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Justice-Involved Women: Life Experiences and Health Related Issues

Edited by Tomer Einat, Department of Criminology, Bar Ilan University, Ramat-Gan, Israel.

The Editors of Health & Justice are seeking submissions for a special issue of the journal exploring the broad range of issues of women involved in the justice system, whether incarcerated or in the community. Justice-involved women have more extensive histories of physical, sexual, and emotional abuse than the general population. Childhood and adolescence life experiences affect the various physical, emotional, and mental health deficits that increase sexual risk behaviors, drug addiction, psychiatric disorders, self-harm, and poor employment patterns. Incarceration in jails or prisons and e-incarceration (community correction programs that emulate “prisons without walls”) intensify these harmful effects due to persistent surveillance, suppression of individuality and noted pains of imprisonment and justice-control.  Women are a growing number of justice-involved individuals and too little attention has been given to their life experiences.
We are interested in publishing empirical papers, systematic reviews, evidence-based policy papers, and research notes that examine the following issues:

The relationship between abuse and victimization of childhood and adolescence experiences on mental, and physical health, and antisocial and delinquent behavior(s) during adulthood; 

Studies on improved assessment, screening and treatment of justice-involved women that adequately measure the various mental, emotional or mental health problem in a myriad of justice settings;

Studies on treatment interventions of women to prepare women to be productive, crime-free citizens; 

Evaluation of the organizational and professional difficulties related to the delivery of appropriate and adequate behavioral health and other-related services to justice-involved women. 

To submit your article, please visit the Health & Justice submission system, here.

  1. Sex trafficking is a public health and social justice issue that has traditionally been addressed with criminal justice solutions. Because many sex trafficking survivors are incarcerated for crimes related to ...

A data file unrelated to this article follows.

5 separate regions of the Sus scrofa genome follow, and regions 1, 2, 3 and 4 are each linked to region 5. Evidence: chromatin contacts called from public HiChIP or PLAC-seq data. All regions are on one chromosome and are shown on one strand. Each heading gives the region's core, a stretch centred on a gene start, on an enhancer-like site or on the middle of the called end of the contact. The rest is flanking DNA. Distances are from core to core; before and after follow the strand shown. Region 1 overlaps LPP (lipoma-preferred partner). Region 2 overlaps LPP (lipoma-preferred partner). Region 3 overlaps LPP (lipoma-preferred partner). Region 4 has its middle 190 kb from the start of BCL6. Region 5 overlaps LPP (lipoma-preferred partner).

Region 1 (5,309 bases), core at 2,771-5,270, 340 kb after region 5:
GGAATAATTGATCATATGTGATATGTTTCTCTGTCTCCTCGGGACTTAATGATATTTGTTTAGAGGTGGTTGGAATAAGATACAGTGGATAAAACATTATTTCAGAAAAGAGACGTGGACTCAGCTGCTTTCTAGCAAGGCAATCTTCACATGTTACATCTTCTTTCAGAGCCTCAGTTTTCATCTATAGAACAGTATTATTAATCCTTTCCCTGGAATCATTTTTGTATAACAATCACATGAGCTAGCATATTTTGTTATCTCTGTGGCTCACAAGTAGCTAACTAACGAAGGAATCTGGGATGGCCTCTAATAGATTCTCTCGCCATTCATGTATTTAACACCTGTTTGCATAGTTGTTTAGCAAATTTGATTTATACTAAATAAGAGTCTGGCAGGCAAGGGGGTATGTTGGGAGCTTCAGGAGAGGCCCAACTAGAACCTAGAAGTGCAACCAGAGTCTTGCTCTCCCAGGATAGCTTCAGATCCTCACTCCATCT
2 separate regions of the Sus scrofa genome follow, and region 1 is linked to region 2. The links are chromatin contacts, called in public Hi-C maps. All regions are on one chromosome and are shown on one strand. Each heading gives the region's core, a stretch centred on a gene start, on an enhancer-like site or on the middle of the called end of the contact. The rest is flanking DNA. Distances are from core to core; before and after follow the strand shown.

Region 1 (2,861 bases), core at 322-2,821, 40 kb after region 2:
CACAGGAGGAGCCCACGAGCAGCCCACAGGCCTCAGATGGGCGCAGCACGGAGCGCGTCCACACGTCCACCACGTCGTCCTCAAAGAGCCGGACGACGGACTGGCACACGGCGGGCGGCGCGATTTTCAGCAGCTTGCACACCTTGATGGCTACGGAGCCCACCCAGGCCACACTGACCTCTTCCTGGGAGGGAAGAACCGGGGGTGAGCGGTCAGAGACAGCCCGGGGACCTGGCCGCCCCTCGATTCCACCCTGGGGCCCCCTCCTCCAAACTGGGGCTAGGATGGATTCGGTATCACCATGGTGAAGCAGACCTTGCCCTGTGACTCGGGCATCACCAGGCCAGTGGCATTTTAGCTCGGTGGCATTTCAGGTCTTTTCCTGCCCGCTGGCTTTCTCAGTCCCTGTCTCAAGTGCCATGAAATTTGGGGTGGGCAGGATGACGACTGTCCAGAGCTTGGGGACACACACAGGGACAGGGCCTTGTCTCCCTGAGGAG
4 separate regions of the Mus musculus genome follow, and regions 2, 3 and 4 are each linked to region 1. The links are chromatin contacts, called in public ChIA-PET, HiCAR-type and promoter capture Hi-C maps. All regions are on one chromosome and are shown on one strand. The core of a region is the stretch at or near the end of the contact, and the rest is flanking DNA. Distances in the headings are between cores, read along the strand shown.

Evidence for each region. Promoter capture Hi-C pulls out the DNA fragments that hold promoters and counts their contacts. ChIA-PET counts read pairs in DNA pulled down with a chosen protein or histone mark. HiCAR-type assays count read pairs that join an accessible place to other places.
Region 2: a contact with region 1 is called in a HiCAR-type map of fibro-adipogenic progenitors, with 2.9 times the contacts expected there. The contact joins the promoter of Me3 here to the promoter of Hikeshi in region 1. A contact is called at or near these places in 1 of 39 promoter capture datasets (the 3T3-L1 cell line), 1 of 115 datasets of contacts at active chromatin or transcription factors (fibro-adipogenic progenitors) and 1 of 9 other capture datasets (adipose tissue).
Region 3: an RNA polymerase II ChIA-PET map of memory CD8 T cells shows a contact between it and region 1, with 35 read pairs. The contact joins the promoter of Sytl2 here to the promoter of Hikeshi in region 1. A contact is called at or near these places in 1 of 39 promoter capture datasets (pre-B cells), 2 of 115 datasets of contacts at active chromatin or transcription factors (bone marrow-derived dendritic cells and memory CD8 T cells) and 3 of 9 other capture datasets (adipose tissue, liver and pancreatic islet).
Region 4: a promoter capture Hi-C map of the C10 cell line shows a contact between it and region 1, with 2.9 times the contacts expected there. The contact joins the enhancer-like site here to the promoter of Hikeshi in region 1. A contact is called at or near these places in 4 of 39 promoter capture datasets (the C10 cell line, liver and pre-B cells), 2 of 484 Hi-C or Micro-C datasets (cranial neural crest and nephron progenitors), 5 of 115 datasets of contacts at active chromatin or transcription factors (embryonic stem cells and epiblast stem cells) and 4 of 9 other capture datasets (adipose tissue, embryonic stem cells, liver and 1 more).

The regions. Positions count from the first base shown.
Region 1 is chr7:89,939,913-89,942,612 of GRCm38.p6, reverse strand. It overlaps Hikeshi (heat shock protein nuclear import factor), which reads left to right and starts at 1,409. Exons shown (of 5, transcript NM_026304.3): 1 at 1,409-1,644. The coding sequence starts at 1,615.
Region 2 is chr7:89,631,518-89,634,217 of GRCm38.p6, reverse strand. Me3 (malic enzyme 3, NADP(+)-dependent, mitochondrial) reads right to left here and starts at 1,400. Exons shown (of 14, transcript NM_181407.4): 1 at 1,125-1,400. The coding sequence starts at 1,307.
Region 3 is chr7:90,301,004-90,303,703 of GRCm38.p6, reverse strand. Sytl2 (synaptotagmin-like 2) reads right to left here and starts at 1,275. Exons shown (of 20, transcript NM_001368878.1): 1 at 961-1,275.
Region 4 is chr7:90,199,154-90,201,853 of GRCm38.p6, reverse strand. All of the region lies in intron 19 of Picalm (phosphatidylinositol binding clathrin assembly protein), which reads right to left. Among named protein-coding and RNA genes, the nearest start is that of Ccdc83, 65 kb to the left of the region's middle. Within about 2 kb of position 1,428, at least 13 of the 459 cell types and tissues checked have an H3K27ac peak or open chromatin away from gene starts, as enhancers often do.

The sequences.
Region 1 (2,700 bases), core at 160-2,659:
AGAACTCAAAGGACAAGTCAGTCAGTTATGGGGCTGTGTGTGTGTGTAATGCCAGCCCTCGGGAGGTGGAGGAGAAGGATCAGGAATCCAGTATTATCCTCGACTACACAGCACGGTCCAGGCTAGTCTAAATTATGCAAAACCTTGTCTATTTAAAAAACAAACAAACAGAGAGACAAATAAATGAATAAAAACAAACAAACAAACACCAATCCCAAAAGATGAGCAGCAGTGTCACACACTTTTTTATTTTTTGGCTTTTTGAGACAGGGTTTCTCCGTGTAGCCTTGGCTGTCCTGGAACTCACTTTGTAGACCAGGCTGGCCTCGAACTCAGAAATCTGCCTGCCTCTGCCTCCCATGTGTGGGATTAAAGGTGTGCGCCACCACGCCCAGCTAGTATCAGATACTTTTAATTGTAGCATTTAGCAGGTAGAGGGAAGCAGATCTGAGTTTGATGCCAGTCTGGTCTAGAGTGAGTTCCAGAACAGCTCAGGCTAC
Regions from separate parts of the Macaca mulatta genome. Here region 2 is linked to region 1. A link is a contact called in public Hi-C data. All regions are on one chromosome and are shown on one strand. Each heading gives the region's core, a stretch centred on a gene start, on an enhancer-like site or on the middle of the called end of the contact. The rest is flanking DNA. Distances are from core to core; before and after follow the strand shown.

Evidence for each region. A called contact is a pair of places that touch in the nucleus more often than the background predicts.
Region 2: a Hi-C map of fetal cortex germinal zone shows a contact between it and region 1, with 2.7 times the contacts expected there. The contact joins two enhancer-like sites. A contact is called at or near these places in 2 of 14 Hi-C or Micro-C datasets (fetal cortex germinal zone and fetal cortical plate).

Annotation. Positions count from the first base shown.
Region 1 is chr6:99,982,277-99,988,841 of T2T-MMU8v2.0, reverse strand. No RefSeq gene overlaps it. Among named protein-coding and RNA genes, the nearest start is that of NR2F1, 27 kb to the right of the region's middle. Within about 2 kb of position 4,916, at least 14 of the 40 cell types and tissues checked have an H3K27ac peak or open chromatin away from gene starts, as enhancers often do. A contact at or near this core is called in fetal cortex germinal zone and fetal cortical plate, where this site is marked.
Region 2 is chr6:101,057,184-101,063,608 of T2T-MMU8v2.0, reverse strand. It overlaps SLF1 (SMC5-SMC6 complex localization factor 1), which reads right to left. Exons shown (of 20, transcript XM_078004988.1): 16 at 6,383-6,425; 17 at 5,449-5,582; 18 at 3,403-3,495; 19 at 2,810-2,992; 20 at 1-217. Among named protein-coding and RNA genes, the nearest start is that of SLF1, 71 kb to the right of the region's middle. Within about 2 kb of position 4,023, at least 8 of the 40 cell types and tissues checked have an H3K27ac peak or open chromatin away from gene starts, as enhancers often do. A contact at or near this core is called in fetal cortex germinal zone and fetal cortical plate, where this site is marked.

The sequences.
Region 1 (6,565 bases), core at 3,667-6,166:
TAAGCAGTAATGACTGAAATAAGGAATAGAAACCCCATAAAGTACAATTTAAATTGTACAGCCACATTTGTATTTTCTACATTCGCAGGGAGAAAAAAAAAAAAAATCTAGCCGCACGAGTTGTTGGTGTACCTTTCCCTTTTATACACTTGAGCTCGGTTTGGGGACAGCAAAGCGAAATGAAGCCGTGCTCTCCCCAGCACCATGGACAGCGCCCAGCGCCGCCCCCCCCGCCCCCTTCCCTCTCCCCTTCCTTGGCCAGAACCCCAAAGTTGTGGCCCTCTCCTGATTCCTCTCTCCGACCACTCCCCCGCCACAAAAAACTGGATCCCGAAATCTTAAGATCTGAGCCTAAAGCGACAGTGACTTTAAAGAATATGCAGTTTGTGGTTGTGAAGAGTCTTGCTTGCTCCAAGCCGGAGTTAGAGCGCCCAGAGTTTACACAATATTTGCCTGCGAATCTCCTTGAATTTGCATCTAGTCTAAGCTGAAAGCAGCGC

Authors: Mekeila C. Cook, Ryan D. Talbert and Breanna Thomas

    Citation: Health & Justice 2021 9:1

    Content type: Research Article

    Published on:

  2. Women with a history of incarceration are often engaged in highly gendered work, either sex work or low-wage care/service work jobs. While employment is an important element of reentry plans, low-wage jobs may...

    Authors: Sage J. Kim and Caryn Peterson

    Citation: Health & Justice 2020 8:23

    Content type: Research Article

    Published on:

  3. Drug overdose is the leading cause of death after release from prison, and this risk is significantly higher among women compared to men. Within the first 2 weeks after release, the risk of death from drug ove...

    Authors: Elizabeth Needham Waddell, Robin Baker, Daniel M. Hartung, Christi J. Hildebran, Thuan Nguyen, Deza’Rae M. Collins, Jessica E. Larsen and Erin Stack

    Citation: Health & Justice 2020 8:18

    Content type: Study Protocol

    Published on:

  4. In response to the dramatic increase in the number of women incarcerated in the United States—and a growing awareness that a small proportion of women enter prison pregnant and have unique health needs—some pr...

    Authors: Virginia Pendleton, Jennifer B. Saunders and Rebecca Shlafer

    Citation: Health & Justice 2020 8:1

    Content type: Research Article

    Published on: